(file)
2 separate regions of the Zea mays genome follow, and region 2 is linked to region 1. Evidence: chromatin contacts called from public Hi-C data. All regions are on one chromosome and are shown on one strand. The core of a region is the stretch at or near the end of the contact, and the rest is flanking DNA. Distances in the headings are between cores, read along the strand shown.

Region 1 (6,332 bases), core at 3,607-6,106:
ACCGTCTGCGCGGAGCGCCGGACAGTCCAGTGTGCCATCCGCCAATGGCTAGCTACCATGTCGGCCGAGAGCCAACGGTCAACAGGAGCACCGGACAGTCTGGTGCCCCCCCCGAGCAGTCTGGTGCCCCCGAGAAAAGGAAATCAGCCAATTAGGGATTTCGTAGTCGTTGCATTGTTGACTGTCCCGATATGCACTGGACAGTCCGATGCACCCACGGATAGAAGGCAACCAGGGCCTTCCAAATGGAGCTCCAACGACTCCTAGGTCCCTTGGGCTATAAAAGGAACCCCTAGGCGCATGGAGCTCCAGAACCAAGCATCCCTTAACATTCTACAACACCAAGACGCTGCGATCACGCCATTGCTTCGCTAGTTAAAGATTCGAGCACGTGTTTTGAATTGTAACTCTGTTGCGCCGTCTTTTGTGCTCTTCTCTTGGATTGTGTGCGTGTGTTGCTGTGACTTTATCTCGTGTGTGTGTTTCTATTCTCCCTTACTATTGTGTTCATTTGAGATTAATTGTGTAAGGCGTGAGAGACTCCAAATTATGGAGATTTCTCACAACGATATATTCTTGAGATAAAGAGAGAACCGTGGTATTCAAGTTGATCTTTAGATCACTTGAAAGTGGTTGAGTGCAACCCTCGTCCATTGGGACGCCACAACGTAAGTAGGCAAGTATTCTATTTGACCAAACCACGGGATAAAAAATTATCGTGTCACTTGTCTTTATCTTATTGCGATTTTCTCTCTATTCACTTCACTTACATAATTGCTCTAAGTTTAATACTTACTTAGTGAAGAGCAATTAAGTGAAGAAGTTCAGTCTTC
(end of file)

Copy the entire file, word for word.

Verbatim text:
2 separate regions of the Zea mays genome follow, and region 2 is linked to region 1. Evidence: chromatin contacts called from public Hi-C data. All regions are on one chromosome and are shown on one strand. The core of a region is the stretch at or near the end of the contact, and the rest is flanking DNA. Distances in the headings are between cores, read along the strand shown.

Region 1 (6,332 bases), core at 3,607-6,106:
ACCGTCTGCGCGGAGCGCCGGACAGTCCAGTGTGCCATCCGCCAATGGCTAGCTACCATGTCGGCCGAGAGCCAACGGTCAACAGGAGCACCGGACAGTCTGGTGCCCCCCCCGAGCAGTCTGGTGCCCCCGAGAAAAGGAAATCAGCCAATTAGGGATTTCGTAGTCGTTGCATTGTTGACTGTCCCGATATGCACTGGACAGTCCGATGCACCCACGGATAGAAGGCAACCAGGGCCTTCCAAATGGAGCTCCAACGACTCCTAGGTCCCTTGGGCTATAAAAGGAACCCCTAGGCGCATGGAGCTCCAGAACCAAGCATCCCTTAACATTCTACAACACCAAGACGCTGCGATCACGCCATTGCTTCGCTAGTTAAAGATTCGAGCACGTGTTTTGAATTGTAACTCTGTTGCGCCGTCTTTTGTGCTCTTCTCTTGGATTGTGTGCGTGTGTTGCTGTGACTTTATCTCGTGTGTGTGTTTCTATTCTCCCTTACTATTGTGTTCATTTGAGATTAATTGTGTAAGGCGTGAGAGACTCCAAATTATGGAGATTTCTCACAACGATATATTCTTGAGATAAAGAGAGAACCGTGGTATTCAAGTTGATCTTTAGATCACTTGAAAGTGGTTGAGTGCAACCCTCGTCCATTGGGACGCCACAACGTAAGTAGGCAAGTATTCTATTTGACCAAACCACGGGATAAAAAATTATCGTGTCACTTGTCTTTATCTTATTGCGATTTTCTCTCTATTCACTTCACTTACATAATTGCTCTAAGTTTAATACTTACTTAGTGAAGAGCAATTAAGTGAAGAAGTTCAGTCTTC